The Times exposes the hidden massacre of Tamils in Sri Lanka


Catherine Philp from Colombo in the Times, UK:

More than 20,000 Tamil civilians were killed in the final throes of the Sri Lankan civil war, most as a result of government shelling, an investigation by The Times has revealed.

The number of casualties is three times the official figure.

The Sri Lankan authorities have insisted that their forces stopped using heavy weapons on April 27 and observed the no-fire zone where 100,000 Tamil men, women and children were sheltering. They have blamed all civilian casualties on Tamil Tiger rebels concealed among the civilians. More:

[Visit the Times page for the photographs.]

Also read Emily Wax report in the Washington Post:

The strip of beach where tens of thousands of civilians huddled during the Sri Lankan military’s decisive assault against the Tamil Tiger rebels this month shows clear signs of heavy artillery shelling, according to a helicopter inspection of the site by independent journalists, interviews with eyewitnesses, and specialists who have studied high-resolution satellite imagery from the war zone.

That evidence contradicts government assertions that areas of heavy civilian populations were no-fire zones that were deliberately spared during the final weeks of military assault that ended this island nation’s quarter-century of civil war.

“We see a lot of images of destroyed structures and what look like circular shell craters and also, frankly, very large holes in the ground. If it was a shell, it must be a very large one to make 24-feet-wide craters,” said Lars Bromley, director of the American Association for the Advancement of Science’s Geospatial Technologies and Human Rights project, which was asked by human rights groups to study the satellite images. More:

Times photographs expose Sri Lanka’s lie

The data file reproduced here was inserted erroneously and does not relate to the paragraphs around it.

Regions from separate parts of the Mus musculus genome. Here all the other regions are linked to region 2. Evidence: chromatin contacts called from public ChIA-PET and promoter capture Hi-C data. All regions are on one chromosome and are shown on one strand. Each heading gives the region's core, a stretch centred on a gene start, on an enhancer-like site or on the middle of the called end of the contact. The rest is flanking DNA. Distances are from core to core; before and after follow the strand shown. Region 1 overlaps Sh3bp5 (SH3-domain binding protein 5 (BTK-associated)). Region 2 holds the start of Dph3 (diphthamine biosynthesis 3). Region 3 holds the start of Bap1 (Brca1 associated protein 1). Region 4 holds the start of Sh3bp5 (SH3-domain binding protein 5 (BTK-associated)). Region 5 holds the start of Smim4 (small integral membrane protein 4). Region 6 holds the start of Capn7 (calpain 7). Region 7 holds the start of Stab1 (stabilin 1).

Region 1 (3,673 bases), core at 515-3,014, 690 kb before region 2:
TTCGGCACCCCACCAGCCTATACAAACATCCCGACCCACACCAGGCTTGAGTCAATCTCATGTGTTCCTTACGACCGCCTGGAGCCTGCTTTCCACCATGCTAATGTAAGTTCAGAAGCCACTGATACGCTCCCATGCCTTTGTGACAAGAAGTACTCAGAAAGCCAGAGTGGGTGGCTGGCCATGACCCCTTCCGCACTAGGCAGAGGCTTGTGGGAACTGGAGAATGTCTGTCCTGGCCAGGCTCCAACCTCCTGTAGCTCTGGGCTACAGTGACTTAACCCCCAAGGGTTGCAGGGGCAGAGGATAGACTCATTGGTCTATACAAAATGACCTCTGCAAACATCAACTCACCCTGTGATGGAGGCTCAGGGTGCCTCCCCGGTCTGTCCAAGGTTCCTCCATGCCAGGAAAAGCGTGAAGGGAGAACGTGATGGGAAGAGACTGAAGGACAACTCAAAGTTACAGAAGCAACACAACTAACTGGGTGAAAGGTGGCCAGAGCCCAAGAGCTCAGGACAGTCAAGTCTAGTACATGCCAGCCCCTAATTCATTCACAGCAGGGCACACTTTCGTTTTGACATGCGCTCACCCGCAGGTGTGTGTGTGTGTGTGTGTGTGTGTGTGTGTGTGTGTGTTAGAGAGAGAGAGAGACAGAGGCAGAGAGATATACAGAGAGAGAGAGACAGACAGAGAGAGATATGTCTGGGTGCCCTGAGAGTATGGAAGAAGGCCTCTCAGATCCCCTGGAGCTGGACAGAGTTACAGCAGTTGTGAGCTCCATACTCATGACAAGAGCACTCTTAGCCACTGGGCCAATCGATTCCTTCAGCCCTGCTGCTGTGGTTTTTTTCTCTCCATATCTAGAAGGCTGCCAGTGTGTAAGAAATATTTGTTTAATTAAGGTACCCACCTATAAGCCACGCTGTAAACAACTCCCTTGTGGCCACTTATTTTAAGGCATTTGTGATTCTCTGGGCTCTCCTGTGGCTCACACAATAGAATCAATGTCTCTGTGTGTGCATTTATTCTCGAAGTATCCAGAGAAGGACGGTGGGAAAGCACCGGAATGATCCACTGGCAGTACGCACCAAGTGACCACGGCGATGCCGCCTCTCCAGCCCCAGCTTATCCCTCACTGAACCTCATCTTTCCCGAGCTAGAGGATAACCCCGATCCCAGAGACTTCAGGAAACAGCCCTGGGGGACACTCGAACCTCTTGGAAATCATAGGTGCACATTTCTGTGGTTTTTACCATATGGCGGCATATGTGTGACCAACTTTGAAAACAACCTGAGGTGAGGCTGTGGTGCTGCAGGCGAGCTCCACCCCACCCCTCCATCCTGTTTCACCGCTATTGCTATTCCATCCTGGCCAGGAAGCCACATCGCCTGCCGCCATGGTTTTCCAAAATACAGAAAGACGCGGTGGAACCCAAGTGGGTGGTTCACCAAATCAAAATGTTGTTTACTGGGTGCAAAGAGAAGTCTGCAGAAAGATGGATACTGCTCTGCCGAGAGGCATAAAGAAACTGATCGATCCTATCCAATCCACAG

Catherine Philp and Michael Evans in the Times:

On Wednesday evening the Sri Lankan delegation at the United Nations Human Rights Council in Geneva was celebrating after its victory in fending off an investigation into alleged war crimes committed by its army.

Sri Lanka’s Government has consistently denied killing civilians in the battle to wipe out the Tamil Tigers and blamed the rebels for any deaths. It hailed the vote by the council as a vindication of its action.

An investigation by The Times into Sri Lanka’s civilian casualties, however – which was conducted in a week-long visit to Sri Lanka – has found evidence of a civilian death toll of 20,000, almost three times that cited previously. The majority perished under government guns. More:

A reporter’s story

Catherine Philp in the Times:

It was four years since I had been to Sri Lanka and everything had changed. The shaky ceasefire, which was collapsing even then, had imploded with an all-out military offensive to drive out the Tamil Tigers.

At a distance I was not necessarily opposed. In five years of covering South Asia I had travelled several times to “Tigerland” and was in no doubt of the rebels’ capacity for brutality. More:

Sri Lanka disputes report

From the New York Times news blog, The Lede:

The English newspaper’s estimate, which it said was based on an analysis of “aerial photographs, official documents, witness accounts and expert testimony,” relied in part on an anonymous United Nations source and what the paper called “confidential United Nations documents.” But Sri Lankan officials heaped scorn on the report and U.N. officials told The New York Times, The Guardian and The BBC that they have no good estimate of the number of civilians killed in the final weeks of fighting and questioned the methodology.

On The Times of London Web site, the newspaper’s foreign editor, Richard Beeston, narrates a video analysis of aerial photographs of the beach where Tamil Tiger separatists made their last stand, surrounded by thousands of civilians. The photographs appear to have been taken after the fighting ceased, and The Times says that they show evidence of shelling and of a large number of graves for both militants and civilians. More:

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